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Geometric Series (page 5 of 5)

Sections: Terminology and notation, Basic examples, Arithmetic and geometric sequences, Arithmetic series, Finite and infinite geometric series

You can take the sum of a finite number of terms of a geometric sequence. And, for reasons you'll study in calculus, you can take the sum of an infinite geometric sequence, but only in the special circumstance that the common ratio r is between –1 and 1; that is, you have to have r | < 1.

For a geometric sequence with first term a1 = a and common ratio r, the sum of the first n terms is given by:

Note: Your book may have a slightly different form of the partial-sum formula above. For instance, the "a" may be multiplied through the numerator, the factors in the fraction might be reversed, or the summation may start at i = 0 and have a power of n + 1 on the numerator. All of these forms are equivalent, and the formulation above may be derived from polynomial long division.

In the special case that r | < 1, the infinite sum exists and has the following value:

• Evaluate the following:

The first few terms are –6, 12, –24, so this is a geometric series with common ratio r = –2. (I can also tell that this must be a geometric series because of the form given for each term: as the index increases, each term will be multiplied by an additional factor of –2.) The first term of the sequence is a = –6. Plugging into the summation formula, I get:

So the value of the summation is 2 097 150

• Evaluate S10 for 250, 100, 40, 16,....
• The notation "S10" means that I need to find the sum of the first ten terms. The first term is a = 250. Dividing pairs of terms, I get 100 ÷ 250 = 2/5, 40 ÷ 100 = 2/5, etc, so the terms being added form a geometric sequence with common ratio r = 2/5. When I plug in the values of the first term and the common ratio, the summation formula gives me:

 Note: If you try to do the above computations in your calculator, it may very well return the decimal approximation of 416.62297... instead of the fractional (and exact) answer. As you can see in the screen-capture to the right, entering the values in fractional form and using the "convert to fraction" command still results in just a decimal approximation to the answer. But (warning!) the decimal approximation will almost certain be regarded as a "wrong" answer! Take the time to find the fractional form!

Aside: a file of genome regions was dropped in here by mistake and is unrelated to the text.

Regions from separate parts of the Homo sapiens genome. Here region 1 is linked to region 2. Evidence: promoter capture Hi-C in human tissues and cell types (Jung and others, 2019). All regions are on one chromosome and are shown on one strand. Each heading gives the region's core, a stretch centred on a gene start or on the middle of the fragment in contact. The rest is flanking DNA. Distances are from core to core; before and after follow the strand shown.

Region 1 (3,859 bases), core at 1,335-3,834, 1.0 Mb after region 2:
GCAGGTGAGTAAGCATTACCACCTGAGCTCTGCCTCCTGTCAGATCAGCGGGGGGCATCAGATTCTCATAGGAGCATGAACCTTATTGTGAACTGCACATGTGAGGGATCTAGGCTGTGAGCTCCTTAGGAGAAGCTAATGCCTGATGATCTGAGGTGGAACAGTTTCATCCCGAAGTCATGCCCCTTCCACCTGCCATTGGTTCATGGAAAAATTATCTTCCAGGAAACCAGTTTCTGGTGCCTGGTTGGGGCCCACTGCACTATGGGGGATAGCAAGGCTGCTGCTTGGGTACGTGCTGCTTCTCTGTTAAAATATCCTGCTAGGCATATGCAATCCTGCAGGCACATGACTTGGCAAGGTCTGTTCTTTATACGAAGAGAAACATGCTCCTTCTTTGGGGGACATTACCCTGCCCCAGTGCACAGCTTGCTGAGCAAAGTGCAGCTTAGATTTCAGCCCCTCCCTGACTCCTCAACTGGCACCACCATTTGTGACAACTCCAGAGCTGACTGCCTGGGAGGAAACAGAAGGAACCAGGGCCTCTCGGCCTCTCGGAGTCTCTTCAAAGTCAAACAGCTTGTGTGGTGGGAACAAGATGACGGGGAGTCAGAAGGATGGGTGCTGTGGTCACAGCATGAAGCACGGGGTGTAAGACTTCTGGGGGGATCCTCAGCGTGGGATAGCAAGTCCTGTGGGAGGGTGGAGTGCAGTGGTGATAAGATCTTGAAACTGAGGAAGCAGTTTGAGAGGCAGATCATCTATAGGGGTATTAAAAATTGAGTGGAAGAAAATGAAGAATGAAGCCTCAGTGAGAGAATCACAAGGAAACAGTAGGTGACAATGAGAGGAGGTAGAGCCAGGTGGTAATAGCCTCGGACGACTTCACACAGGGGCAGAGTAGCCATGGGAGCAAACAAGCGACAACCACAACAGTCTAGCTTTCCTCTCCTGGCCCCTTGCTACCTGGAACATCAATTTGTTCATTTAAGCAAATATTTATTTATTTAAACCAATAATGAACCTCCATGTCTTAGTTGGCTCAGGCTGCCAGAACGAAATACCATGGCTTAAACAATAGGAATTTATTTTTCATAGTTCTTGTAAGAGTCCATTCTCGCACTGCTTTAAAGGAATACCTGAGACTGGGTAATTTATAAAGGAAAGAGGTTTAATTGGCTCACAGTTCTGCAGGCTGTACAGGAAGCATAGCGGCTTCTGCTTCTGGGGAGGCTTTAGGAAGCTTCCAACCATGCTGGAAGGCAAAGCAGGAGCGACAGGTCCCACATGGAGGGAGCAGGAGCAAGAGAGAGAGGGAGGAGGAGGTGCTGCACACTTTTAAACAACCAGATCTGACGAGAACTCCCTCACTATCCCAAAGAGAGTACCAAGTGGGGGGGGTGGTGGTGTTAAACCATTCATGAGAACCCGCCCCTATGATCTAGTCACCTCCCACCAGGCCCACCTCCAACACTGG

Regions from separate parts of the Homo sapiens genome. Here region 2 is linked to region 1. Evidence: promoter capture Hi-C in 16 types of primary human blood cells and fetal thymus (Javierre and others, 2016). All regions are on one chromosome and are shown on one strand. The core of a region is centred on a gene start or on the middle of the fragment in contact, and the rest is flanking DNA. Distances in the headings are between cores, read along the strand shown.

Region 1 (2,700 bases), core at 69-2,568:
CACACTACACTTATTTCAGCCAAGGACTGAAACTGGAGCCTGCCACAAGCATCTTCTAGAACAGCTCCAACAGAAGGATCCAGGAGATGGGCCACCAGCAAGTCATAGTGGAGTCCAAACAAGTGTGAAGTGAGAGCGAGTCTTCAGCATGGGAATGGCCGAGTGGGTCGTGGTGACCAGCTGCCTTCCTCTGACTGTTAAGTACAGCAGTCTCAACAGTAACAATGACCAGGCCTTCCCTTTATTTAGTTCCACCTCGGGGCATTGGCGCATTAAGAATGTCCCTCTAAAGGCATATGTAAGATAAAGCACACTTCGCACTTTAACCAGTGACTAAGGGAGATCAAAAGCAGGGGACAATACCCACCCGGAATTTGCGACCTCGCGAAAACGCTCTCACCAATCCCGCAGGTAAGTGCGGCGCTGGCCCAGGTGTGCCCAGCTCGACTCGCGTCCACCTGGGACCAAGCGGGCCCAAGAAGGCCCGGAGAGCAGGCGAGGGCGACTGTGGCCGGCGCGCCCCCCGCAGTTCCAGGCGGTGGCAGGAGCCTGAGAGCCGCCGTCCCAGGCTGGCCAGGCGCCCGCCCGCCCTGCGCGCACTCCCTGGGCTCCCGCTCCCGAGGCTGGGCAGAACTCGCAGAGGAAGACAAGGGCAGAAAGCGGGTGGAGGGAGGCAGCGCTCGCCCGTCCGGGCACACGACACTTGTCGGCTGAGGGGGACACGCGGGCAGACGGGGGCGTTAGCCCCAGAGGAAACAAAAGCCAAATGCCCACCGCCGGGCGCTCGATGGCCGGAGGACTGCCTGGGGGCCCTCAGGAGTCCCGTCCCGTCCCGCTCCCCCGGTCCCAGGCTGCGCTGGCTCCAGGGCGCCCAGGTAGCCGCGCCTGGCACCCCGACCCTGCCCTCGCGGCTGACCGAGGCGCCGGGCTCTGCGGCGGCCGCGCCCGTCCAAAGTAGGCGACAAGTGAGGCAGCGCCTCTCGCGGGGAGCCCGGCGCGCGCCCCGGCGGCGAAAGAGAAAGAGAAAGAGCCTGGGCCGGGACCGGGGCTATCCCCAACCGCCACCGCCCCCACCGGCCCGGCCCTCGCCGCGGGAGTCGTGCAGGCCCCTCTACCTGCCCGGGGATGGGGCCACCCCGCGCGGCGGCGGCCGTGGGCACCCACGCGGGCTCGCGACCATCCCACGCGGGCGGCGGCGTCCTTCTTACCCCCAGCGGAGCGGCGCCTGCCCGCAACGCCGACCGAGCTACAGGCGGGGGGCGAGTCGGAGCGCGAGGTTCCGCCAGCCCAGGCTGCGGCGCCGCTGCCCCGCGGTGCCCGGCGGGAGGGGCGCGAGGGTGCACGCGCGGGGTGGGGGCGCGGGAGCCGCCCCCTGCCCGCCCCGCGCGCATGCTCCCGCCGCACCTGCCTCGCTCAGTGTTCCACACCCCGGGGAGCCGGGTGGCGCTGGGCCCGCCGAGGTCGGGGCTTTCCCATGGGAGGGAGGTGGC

• Find an if S4 = 26/27 and r = 1/3.
• They've given me the sum of the first four terms, S4, and the value of the common ratio r. Since there is a common ratio, I know this must be a geometric series. Plugging into the geometric-series-sum formula, I get:

Multiplying on both sides by 27/40 to solve for the first term a = a1, I get:

Then:

• Show, by use of a geometric series, that 0.3333... is equal to 1/3.
• There's a trick to this. I first have to break the repeating decimal into separate terms:

0.333... = 0.3 + 0.03 + 0.003 + 0.0003 + ...

This shows the repeating pattern of the non-terminating (never-ending) decimal explicitly: For each term, I have a decimal point, followed by a steadily-increasing number of zeroes, and then ending with a "3". This can be written in fractional form, and then converted into geometric-series form:

Then 0.333... is an infinite geometric series with a = 3/10 and r = 1/10. Since r | < 1, I can use the formula for summing infinite geometric series:

Using the summation formula to show that the geometric series "expansion" of 0.333... has a value of one-third is the "showing" that the exercise asked for. You can use this method to convert any repeating decimal to its fractional form:

• By use of a geometric series, convert 1.363636... to fractional form.
• First I'll break this into its constituent parts, so I can find the pattern:

1.363636.. = 1 + 0.36 + 0.0036 + 0.000036 + ...

There are two digits that repeat, so the fractions are a little bit different. But this is still a geometric series:

Then this is the leading "1", plus a geometric series having a = 9/25 and r = 1/100. Then the sum is:

Note: This technique can also be used to convert any repeating decimal into fractional form, and also can be used to prove that 0.999... = 1.

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 Cite this article as: Stapel, Elizabeth. "Geometric Series." Purplemath. Available from     http://www.purplemath.com/modules/series5.htm. Accessed [Date] [Month] 2016

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